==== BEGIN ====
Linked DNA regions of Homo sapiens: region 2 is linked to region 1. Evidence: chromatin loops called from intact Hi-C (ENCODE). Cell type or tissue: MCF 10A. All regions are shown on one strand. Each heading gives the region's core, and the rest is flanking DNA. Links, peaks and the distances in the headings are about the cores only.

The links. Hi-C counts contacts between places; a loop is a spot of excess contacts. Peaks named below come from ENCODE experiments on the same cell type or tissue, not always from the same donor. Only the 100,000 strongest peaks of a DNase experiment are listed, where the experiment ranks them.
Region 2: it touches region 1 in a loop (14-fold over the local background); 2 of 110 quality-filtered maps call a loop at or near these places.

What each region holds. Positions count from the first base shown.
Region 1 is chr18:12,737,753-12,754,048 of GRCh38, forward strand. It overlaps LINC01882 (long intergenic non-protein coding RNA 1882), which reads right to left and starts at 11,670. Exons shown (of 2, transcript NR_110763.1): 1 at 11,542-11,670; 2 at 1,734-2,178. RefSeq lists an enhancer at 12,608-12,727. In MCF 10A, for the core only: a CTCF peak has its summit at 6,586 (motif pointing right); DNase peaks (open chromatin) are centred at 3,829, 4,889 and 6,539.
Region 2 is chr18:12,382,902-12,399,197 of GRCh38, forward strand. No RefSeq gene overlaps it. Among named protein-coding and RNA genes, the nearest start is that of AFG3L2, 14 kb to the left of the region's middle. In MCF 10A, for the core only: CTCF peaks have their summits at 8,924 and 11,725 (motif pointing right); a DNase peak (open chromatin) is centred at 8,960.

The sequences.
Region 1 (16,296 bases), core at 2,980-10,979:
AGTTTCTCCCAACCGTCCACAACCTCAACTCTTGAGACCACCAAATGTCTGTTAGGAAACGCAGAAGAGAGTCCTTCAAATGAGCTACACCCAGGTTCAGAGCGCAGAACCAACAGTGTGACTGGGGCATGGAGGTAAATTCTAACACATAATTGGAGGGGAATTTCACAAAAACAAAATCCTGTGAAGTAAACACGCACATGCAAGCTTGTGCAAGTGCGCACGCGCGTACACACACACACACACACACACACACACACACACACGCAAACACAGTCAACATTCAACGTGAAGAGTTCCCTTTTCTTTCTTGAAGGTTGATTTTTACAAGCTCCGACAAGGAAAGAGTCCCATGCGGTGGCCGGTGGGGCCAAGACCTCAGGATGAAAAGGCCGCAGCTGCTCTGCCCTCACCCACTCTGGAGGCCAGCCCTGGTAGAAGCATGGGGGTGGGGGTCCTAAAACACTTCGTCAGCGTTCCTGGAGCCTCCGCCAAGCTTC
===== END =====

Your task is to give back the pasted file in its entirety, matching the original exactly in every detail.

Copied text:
Linked DNA regions of Homo sapiens: region 2 is linked to region 1. Evidence: chromatin loops called from intact Hi-C (ENCODE). Cell type or tissue: MCF 10A. All regions are shown on one strand. Each heading gives the region's core, and the rest is flanking DNA. Links, peaks and the distances in the headings are about the cores only.

The links. Hi-C counts contacts between places; a loop is a spot of excess contacts. Peaks named below come from ENCODE experiments on the same cell type or tissue, not always from the same donor. Only the 100,000 strongest peaks of a DNase experiment are listed, where the experiment ranks them.
Region 2: it touches region 1 in a loop (14-fold over the local background); 2 of 110 quality-filtered maps call a loop at or near these places.

What each region holds. Positions count from the first base shown.
Region 1 is chr18:12,737,753-12,754,048 of GRCh38, forward strand. It overlaps LINC01882 (long intergenic non-protein coding RNA 1882), which reads right to left and starts at 11,670. Exons shown (of 2, transcript NR_110763.1): 1 at 11,542-11,670; 2 at 1,734-2,178. RefSeq lists an enhancer at 12,608-12,727. In MCF 10A, for the core only: a CTCF peak has its summit at 6,586 (motif pointing right); DNase peaks (open chromatin) are centred at 3,829, 4,889 and 6,539.
Region 2 is chr18:12,382,902-12,399,197 of GRCh38, forward strand. No RefSeq gene overlaps it. Among named protein-coding and RNA genes, the nearest start is that of AFG3L2, 14 kb to the left of the region's middle. In MCF 10A, for the core only: CTCF peaks have their summits at 8,924 and 11,725 (motif pointing right); a DNase peak (open chromatin) is centred at 8,960.

The sequences.
Region 1 (16,296 bases), core at 2,980-10,979:
AGTTTCTCCCAACCGTCCACAACCTCAACTCTTGAGACCACCAAATGTCTGTTAGGAAACGCAGAAGAGAGTCCTTCAAATGAGCTACACCCAGGTTCAGAGCGCAGAACCAACAGTGTGACTGGGGCATGGAGGTAAATTCTAACACATAATTGGAGGGGAATTTCACAAAAACAAAATCCTGTGAAGTAAACACGCACATGCAAGCTTGTGCAAGTGCGCACGCGCGTACACACACACACACACACACACACACACACACACACGCAAACACAGTCAACATTCAACGTGAAGAGTTCCCTTTTCTTTCTTGAAGGTTGATTTTTACAAGCTCCGACAAGGAAAGAGTCCCATGCGGTGGCCGGTGGGGCCAAGACCTCAGGATGAAAAGGCCGCAGCTGCTCTGCCCTCACCCACTCTGGAGGCCAGCCCTGGTAGAAGCATGGGGGTGGGGGTCCTAAAACACTTCGTCAGCGTTCCTGGAGCCTCCGCCAAGCTTC